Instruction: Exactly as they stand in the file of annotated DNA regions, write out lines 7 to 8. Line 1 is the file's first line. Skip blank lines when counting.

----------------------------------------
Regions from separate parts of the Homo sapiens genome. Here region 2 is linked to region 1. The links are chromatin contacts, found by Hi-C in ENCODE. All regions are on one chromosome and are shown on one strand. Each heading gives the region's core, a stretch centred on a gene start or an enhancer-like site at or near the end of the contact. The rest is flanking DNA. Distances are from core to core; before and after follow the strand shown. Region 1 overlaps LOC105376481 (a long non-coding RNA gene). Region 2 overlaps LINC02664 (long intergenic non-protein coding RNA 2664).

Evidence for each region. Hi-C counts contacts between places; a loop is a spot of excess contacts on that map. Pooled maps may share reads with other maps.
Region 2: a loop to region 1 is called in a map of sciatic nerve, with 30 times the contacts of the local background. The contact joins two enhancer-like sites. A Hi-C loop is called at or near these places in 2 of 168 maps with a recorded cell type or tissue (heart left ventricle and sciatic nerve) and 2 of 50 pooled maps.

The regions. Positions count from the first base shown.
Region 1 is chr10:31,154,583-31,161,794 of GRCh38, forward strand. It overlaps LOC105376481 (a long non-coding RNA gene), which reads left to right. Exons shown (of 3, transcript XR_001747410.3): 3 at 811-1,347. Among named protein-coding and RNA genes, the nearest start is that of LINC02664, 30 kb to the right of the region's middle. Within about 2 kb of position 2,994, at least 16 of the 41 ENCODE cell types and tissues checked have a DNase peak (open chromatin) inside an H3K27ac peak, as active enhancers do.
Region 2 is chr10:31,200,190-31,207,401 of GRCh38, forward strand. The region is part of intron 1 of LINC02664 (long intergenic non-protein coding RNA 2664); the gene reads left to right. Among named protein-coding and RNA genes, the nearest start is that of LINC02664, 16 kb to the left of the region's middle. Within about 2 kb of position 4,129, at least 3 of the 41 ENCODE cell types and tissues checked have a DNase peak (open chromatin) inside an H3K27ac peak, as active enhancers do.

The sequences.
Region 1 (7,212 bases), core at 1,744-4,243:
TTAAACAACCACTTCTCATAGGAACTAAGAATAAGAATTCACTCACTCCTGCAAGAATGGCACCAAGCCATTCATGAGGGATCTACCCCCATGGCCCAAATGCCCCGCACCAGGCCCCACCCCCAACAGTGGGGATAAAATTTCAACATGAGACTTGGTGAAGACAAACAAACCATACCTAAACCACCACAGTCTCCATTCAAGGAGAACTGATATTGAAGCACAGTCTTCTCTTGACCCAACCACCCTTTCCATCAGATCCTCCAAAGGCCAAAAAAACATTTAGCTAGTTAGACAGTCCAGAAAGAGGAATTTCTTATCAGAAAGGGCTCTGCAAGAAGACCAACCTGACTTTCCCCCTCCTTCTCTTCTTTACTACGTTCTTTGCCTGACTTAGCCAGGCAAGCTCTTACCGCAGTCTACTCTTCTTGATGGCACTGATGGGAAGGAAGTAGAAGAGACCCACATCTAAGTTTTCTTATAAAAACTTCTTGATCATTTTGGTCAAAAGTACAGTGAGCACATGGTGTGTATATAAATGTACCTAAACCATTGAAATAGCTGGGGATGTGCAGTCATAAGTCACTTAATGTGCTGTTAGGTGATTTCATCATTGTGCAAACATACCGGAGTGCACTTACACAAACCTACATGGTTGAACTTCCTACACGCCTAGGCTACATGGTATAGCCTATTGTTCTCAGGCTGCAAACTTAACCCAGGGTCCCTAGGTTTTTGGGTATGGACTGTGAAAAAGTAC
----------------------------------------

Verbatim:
The sequences.
Region 1 (7,212 bases), core at 1,744-4,243: